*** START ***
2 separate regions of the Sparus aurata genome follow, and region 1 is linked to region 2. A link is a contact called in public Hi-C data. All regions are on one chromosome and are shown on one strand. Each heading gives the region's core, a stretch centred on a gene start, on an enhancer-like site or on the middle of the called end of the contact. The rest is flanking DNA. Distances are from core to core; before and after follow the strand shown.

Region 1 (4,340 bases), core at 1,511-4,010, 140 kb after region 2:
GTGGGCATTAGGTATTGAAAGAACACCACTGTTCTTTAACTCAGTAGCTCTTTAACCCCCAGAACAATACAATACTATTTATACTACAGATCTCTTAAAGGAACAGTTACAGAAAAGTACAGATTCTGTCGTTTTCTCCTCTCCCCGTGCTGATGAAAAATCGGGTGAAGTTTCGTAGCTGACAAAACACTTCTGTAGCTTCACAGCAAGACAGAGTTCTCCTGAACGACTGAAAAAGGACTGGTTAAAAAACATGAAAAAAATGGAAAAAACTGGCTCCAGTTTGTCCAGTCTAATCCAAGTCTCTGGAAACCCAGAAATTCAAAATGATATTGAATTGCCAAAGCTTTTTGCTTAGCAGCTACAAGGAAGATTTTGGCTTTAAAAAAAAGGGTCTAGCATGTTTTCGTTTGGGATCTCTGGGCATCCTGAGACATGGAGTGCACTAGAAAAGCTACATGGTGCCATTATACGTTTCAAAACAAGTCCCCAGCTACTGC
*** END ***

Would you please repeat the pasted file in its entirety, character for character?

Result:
2 separate regions of the Sparus aurata genome follow, and region 1 is linked to region 2. A link is a contact called in public Hi-C data. All regions are on one chromosome and are shown on one strand. Each heading gives the region's core, a stretch centred on a gene start, on an enhancer-like site or on the middle of the called end of the contact. The rest is flanking DNA. Distances are from core to core; before and after follow the strand shown.

Region 1 (4,340 bases), core at 1,511-4,010, 140 kb after region 2:
GTGGGCATTAGGTATTGAAAGAACACCACTGTTCTTTAACTCAGTAGCTCTTTAACCCCCAGAACAATACAATACTATTTATACTACAGATCTCTTAAAGGAACAGTTACAGAAAAGTACAGATTCTGTCGTTTTCTCCTCTCCCCGTGCTGATGAAAAATCGGGTGAAGTTTCGTAGCTGACAAAACACTTCTGTAGCTTCACAGCAAGACAGAGTTCTCCTGAACGACTGAAAAAGGACTGGTTAAAAAACATGAAAAAAATGGAAAAAACTGGCTCCAGTTTGTCCAGTCTAATCCAAGTCTCTGGAAACCCAGAAATTCAAAATGATATTGAATTGCCAAAGCTTTTTGCTTAGCAGCTACAAGGAAGATTTTGGCTTTAAAAAAAAGGGTCTAGCATGTTTTCGTTTGGGATCTCTGGGCATCCTGAGACATGGAGTGCACTAGAAAAGCTACATGGTGCCATTATACGTTTCAAAACAAGTCCCCAGCTACTGC